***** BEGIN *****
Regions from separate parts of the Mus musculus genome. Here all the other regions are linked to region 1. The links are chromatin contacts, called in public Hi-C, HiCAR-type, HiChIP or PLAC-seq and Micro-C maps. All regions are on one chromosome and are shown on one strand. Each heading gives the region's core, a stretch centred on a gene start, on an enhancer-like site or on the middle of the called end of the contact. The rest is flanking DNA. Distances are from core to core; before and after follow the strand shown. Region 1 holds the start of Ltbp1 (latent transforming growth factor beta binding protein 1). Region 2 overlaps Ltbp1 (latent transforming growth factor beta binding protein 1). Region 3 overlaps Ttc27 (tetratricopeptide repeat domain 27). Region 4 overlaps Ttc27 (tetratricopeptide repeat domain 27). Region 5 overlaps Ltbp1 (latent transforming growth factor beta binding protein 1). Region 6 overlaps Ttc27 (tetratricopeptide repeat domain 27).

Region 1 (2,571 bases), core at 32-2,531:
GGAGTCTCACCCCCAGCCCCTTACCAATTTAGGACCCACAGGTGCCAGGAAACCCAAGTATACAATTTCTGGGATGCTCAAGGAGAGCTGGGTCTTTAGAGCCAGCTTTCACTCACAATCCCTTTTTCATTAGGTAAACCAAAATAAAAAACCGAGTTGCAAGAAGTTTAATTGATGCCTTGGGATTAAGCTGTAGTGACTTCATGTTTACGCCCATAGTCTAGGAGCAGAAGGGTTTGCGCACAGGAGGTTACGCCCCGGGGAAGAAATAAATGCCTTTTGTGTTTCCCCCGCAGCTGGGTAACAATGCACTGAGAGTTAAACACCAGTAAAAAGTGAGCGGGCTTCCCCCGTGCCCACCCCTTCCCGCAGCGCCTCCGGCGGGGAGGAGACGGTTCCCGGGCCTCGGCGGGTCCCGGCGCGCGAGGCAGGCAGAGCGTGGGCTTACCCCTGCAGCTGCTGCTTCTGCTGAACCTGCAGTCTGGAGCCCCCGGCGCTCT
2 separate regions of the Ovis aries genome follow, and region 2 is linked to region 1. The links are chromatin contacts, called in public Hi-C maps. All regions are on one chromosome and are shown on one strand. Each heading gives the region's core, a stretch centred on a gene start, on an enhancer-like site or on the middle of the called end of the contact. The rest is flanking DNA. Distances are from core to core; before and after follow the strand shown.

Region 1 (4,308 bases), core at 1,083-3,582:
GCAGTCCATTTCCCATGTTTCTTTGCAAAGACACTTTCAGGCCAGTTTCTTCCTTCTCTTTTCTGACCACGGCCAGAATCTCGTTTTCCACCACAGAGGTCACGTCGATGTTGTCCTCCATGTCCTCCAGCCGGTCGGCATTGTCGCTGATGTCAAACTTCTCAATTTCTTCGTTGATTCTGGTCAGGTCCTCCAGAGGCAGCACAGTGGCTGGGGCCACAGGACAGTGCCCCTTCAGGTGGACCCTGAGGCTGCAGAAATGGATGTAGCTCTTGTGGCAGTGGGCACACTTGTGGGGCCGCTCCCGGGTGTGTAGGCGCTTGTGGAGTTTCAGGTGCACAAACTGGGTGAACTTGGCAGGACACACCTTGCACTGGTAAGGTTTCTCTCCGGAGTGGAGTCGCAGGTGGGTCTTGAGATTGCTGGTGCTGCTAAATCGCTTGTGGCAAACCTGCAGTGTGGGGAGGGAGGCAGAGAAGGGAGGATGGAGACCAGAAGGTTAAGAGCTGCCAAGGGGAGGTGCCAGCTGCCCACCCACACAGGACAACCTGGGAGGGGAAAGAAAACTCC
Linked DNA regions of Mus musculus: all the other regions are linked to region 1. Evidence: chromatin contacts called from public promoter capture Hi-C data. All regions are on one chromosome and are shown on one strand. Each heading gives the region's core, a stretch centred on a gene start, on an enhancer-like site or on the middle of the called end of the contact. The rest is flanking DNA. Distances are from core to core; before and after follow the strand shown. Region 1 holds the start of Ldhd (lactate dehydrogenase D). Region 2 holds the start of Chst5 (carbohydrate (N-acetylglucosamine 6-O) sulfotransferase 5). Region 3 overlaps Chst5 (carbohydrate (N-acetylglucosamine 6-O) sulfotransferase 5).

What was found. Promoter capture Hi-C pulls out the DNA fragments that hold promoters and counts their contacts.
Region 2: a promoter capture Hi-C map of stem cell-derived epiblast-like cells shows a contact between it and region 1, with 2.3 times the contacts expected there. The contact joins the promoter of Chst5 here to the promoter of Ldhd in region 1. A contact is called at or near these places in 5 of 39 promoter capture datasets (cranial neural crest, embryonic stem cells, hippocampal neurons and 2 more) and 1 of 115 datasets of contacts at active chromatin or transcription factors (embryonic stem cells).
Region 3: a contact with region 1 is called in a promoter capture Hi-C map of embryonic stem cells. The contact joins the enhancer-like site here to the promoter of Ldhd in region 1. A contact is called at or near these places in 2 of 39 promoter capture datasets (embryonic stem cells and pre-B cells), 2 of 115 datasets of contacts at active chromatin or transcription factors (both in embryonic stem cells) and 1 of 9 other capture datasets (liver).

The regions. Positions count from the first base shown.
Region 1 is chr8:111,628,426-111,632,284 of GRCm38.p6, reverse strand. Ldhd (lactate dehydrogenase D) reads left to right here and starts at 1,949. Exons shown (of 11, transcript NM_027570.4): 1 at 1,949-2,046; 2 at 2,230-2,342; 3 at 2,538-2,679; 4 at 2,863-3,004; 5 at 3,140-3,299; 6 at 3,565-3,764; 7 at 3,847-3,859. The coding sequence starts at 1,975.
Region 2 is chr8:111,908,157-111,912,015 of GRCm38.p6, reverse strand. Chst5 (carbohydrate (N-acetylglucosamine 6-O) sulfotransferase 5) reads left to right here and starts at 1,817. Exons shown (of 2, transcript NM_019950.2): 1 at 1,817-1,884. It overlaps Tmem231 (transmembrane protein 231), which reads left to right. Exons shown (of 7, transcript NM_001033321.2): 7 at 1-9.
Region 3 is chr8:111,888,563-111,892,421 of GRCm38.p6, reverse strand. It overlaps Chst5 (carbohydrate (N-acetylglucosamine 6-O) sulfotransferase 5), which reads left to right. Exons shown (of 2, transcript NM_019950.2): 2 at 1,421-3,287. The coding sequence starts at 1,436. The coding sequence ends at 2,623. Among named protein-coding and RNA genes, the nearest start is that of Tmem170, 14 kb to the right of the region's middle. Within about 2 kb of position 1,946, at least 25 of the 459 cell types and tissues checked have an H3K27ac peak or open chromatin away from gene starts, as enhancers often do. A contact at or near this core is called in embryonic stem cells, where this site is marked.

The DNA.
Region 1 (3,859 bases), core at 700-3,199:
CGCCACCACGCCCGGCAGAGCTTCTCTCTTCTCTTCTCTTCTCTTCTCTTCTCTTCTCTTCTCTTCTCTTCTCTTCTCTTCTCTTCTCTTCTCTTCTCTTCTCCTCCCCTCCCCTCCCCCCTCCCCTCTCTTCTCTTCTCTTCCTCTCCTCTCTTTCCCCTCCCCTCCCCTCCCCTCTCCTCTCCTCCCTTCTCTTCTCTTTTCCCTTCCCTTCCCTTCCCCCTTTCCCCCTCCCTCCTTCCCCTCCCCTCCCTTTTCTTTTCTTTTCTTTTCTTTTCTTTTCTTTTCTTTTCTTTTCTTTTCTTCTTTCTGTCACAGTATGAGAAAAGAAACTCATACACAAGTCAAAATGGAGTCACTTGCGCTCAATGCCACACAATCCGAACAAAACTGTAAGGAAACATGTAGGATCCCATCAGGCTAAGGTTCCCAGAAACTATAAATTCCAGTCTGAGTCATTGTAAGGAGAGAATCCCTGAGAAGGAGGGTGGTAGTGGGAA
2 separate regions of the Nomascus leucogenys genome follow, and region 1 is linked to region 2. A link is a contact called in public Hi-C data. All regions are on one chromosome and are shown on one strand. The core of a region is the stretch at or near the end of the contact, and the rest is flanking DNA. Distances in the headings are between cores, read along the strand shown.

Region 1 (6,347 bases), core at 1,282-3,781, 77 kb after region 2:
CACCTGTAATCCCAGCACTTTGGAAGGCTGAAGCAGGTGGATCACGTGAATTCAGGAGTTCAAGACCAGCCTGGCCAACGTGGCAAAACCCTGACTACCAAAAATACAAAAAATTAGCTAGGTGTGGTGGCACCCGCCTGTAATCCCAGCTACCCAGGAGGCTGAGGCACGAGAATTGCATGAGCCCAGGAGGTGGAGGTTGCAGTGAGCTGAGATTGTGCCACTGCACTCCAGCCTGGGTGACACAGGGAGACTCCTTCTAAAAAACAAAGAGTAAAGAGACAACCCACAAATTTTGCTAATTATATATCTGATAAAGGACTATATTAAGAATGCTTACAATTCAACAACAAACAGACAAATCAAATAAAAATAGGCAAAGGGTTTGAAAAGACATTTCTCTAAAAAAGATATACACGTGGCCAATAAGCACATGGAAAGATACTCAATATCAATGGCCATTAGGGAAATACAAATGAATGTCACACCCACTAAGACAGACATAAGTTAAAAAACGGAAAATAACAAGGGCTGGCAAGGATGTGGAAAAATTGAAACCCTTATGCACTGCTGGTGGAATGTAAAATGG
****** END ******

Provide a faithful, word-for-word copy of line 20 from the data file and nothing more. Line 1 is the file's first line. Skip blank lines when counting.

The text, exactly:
CACCTGTAATCCCAGCACTTTGGAAGGCTGAAGCAGGTGGATCACGTGAATTCAGGAGTTCAAGACCAGCCTGGCCAACGTGGCAAAACCCTGACTACCAAAAATACAAAAAATTAGCTAGGTGTGGTGGCACCCGCCTGTAATCCCAGCTACCCAGGAGGCTGAGGCACGAGAATTGCATGAGCCCAGGAGGTGGAGGTTGCAGTGAGCTGAGATTGTGCCACTGCACTCCAGCCTGGGTGACACAGGGAGACTCCTTCTAAAAAACAAAGAGTAAAGAGACAACCCACAAATTTTGCTAATTATATATCTGATAAAGGACTATATTAAGAATGCTTACAATTCAACAACAAACAGACAAATCAAATAAAAATAGGCAAAGGGTTTGAAAAGACATTTCTCTAAAAAAGATATACACGTGGCCAATAAGCACATGGAAAGATACTCAATATCAATGGCCATTAGGGAAATACAAATGAATGTCACACCCACTAAGACAGACATAAGTTAAAAAACGGAAAATAACAAGGGCTGGCAAGGATGTGGAAAAATTGAAACCCTTATGCACTGCTGGTGGAATGTAAAATGG